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Two things

Here's what it is. As I get more hyped up as I get ready to go, I have two thudding pulses that I keep going back to.

First, I am almost shamefaced that I am so untravelled, that I have never even skirted toward the truly unfamiliar, despite my self-image of a Worldly Cosmopolitan Person. Europe, North America, New Zealand. Not even *Mexico*, not the North. One day trip to the north tip of Morocco when I was 9 (children playing hopscotch barefoot in narrow streets, a man in a tent with tea, camels, a scratchy hat). But except for some truly in-the-bush paddling and hiking trips, always the land of espresso, even if offered in gargling Danish. And because of this, I do feel like I could wheel around, off balance, and tip off the edge of the earth. This takes the form of being breath-gasp nervous thinking about arriving in the dark by myself, nights without power. I have lots of books.

Second, I realize I'm still fumbling to describe even what I'm doing. I think I mentioned before in this blog that I have some pretty strong opinions about what we're even doing in this project. It's something about how I'm positioning myself, how "we" (westerners, our little group) position ourselves in relation to this project, to the kids, to the continent.

I met a woman last weekend at the event I was at who said that the thing is, I'll be a white woman in East Africa, like she was a black woman in East Africa. And the world being its polysemous self, I don't know what she "meant" by that, exactly, except that I do. I think that is mostly about the fact that my whiteness has meaning, probably different meaning in different contexts, but I can't assume what that meaning is.

I keep coming back to the word "witness" -- and I get more and more tentative about what we're doing. Kianga -- this woman I was talking to the other day -- talked about a traumatized culture. (I didn't get her words exact, and that seems to matter, but I'll go with that as a placeholder). Where that takes me is -- "first do no harm." And what I've realized in the two+ years I've been involved with this project, it's easy to do harm when you have all of the good intentions in the world.

Case in point. There was a kid in our group who was horribly mutilated when he was five. Rebels killed his family in front of him and castrated him. A couple of years ago, when a few canadians went to the orphanage to meet the kids, set up some programs, one woman promised the boy that she would bring him to canada to get him medical help. Hm. Well-meaning promise in the face of heart-breaking life. So she did it -- she corralled the resources of her world, got a grant, brought him here, got him surgery.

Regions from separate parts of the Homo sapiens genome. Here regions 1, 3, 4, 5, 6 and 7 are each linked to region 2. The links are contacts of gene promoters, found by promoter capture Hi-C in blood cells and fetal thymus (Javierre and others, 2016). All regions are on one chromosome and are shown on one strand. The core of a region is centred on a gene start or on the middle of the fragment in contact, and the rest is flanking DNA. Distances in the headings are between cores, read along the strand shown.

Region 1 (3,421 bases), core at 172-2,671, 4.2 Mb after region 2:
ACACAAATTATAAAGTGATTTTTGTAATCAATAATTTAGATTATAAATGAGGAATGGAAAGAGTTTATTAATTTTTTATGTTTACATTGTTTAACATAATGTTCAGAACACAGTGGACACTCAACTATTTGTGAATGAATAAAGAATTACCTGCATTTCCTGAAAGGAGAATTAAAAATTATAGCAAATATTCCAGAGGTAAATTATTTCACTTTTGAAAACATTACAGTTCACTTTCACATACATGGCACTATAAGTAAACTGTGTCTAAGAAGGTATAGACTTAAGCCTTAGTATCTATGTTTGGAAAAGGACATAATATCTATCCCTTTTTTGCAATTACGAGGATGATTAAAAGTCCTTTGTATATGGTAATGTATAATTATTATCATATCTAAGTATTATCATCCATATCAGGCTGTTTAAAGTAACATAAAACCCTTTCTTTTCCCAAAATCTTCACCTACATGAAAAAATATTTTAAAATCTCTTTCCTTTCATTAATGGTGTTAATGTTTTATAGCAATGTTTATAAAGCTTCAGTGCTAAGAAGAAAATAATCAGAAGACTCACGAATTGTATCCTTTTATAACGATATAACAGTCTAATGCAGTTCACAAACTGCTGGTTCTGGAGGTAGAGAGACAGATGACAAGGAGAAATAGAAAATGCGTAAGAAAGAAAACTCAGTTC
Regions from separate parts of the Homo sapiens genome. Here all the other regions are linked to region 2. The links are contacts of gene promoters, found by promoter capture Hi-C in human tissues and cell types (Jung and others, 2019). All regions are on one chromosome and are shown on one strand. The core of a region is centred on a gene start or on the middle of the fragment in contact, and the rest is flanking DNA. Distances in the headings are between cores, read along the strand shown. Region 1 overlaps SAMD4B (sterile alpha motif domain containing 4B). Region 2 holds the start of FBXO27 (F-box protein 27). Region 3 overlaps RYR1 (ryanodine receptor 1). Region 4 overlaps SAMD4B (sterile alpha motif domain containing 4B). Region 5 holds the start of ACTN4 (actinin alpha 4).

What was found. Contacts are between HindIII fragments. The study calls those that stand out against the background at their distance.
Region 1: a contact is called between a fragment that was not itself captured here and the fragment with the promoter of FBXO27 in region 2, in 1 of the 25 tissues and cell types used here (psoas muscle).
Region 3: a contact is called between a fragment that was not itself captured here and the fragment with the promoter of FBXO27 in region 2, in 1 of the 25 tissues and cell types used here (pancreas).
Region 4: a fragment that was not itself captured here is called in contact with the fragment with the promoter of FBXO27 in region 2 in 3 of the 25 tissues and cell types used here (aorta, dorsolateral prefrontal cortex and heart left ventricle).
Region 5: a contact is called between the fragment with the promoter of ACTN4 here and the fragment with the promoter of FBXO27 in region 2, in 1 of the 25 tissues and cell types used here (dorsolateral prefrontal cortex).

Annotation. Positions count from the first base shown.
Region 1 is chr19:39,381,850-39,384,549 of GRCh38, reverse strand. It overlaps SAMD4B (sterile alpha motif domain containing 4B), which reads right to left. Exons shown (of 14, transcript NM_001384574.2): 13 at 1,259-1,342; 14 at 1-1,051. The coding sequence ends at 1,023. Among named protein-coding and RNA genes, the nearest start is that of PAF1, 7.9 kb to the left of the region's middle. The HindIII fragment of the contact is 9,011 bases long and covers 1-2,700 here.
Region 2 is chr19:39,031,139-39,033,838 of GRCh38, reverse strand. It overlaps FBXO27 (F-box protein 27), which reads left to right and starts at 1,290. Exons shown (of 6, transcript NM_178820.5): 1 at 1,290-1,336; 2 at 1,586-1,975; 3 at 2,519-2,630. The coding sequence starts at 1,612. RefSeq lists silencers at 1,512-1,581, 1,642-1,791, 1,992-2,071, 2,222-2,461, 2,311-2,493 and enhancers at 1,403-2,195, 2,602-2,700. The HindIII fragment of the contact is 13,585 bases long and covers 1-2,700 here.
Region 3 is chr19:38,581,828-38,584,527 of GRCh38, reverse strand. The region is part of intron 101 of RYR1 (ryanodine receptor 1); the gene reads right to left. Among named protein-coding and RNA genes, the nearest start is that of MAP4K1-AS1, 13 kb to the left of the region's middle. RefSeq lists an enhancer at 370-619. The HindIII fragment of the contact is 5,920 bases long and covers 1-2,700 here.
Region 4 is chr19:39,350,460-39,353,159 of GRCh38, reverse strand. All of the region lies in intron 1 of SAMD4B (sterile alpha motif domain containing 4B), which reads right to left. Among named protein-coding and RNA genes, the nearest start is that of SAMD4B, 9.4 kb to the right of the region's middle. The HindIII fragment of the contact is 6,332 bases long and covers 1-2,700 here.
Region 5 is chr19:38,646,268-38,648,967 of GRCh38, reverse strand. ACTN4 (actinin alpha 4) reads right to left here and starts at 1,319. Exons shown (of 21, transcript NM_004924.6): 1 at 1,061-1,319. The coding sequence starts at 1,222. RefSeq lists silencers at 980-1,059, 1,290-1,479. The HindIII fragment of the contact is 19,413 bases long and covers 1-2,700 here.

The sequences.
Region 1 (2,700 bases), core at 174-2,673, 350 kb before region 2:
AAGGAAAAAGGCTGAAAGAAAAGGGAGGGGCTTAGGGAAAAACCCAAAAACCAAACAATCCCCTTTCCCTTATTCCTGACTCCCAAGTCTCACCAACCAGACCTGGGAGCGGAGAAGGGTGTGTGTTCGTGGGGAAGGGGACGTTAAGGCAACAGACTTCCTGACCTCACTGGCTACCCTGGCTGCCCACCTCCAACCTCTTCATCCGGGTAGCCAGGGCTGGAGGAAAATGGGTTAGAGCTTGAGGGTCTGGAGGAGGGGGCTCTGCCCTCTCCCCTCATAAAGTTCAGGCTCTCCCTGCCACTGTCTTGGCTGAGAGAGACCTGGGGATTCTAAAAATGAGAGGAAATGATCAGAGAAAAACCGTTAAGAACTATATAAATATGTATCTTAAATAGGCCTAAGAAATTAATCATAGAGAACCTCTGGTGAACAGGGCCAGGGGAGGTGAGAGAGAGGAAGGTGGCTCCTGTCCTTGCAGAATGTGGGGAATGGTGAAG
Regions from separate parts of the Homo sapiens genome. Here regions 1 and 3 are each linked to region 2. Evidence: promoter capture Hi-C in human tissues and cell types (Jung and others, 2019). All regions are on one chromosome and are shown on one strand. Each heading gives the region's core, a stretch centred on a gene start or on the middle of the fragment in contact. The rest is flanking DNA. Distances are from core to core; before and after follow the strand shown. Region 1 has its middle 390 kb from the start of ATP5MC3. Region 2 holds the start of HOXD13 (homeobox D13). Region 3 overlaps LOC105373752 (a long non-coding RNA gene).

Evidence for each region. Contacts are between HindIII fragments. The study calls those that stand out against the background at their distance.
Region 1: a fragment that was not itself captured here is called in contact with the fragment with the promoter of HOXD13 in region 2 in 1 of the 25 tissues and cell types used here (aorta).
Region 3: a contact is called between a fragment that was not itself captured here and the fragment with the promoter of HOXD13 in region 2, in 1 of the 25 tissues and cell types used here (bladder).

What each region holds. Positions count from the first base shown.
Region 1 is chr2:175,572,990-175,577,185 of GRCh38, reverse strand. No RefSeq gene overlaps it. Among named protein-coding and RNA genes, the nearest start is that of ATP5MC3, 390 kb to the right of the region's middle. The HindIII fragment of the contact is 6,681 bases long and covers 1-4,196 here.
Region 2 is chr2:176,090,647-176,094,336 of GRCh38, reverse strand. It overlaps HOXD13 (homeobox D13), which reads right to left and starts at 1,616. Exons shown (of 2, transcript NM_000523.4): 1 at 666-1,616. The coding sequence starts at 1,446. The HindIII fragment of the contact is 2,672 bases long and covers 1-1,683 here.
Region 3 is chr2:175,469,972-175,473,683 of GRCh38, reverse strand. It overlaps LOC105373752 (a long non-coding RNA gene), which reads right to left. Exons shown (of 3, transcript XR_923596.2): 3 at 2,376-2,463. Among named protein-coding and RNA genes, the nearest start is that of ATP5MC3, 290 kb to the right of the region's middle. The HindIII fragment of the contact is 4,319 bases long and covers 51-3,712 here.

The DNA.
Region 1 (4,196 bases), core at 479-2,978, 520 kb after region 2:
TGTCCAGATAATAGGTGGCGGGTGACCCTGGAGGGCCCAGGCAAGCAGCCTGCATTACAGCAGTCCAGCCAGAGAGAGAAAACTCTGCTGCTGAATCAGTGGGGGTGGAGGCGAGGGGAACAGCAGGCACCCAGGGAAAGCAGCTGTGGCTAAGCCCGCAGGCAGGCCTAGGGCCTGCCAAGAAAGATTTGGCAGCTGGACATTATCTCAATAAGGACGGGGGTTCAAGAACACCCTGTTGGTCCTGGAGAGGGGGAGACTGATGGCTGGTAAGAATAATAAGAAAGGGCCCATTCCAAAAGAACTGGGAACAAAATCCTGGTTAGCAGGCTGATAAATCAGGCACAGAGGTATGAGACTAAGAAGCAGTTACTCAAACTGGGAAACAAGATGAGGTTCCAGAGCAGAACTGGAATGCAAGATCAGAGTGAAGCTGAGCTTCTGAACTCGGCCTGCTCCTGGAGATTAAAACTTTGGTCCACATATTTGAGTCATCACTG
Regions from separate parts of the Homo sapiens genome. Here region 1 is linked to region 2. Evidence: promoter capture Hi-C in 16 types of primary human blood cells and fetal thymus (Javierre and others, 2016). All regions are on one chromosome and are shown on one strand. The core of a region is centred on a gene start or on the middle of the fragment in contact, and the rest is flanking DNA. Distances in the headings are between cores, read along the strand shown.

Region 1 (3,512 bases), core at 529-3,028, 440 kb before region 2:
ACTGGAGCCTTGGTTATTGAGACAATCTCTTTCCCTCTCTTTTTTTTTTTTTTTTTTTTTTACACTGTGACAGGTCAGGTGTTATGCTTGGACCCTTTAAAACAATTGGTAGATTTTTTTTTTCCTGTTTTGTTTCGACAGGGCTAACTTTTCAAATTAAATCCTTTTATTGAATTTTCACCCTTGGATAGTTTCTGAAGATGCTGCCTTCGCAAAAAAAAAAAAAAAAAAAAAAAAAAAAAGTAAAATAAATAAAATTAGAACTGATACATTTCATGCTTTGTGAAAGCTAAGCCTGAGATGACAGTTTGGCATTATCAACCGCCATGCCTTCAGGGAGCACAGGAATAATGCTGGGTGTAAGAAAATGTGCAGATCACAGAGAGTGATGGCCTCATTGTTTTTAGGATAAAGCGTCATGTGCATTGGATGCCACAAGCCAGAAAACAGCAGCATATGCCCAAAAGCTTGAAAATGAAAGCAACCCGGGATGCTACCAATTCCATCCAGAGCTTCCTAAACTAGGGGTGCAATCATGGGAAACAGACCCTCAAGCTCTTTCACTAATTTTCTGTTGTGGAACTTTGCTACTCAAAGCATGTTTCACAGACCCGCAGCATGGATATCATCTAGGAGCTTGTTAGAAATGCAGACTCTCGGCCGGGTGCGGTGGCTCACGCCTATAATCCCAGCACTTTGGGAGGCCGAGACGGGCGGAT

And then. And then?

Well, of course the lived story wasn't nearly as simple as the imagined. He was re-traumatized by the surgery, had nightmares every night, woke up screaming. No one slept. There was some follow up. Surgery was successful, but life was impossible. So our woman moved him to a family who had other internationally adopted kids, and that didn't work out. So he was moved again. He can't go to school because of fuzzy immigration status, because he's 8 years behind his age group in learning. So he's living in an untenable situation, his third home in Canada in less than a year, health repaired but a looming question mark.

It's complicated, and it's so easy to feel like the right thing is obvious, when it turns out to be totally the wrong thing. There is another woman, a german woman, who met the kids when her husband was volunteering for MSF. She took a shine to a girl who is 13, who has HIV, who is a total orphan, as the jargon puts it. She bought her a cellphone (never thinking how this would change the girl's status among her peers), wants to bring her to germany "for a visit." How is this a "treat," how is this a good idea, to take a child out of her own world and show her a world that she can never have?

I don't know the answers, and I know it's proven almost impossible to persuade people like these two women that their "loving and generous" impulses are the wrong ones. And then I also find myself positioned in a kind of ignorant judgment -- I don't know the answers, but I sure can say when I think someone else is wrong.

So that's what going is about. Witnessing, observing, posing real questions to myself about what it really means to be useful in this situation.

Posted by CateinTO 17:44 Archived in Uganda Tagged volunteer

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I am really looking forward to reading about your trip! I share so many of the concerns that you've brought up in this post. Safe travels, and I hope you'll be able to post frequently.

by marneyw

I'm thinking that you are there now, if I've got my time zones right. Or will be in a few hours?

I wonder what that first impression off the plane is. Or even on the runway? You've been so many places, how is this different?

by ReneeinCO

What you're describing- first do no harm - is the absolute hardest thing to deal with in trying to do "right" in the developing world.

I love reading your evolution through this process and am reliving my own struggles.

by MelissaC

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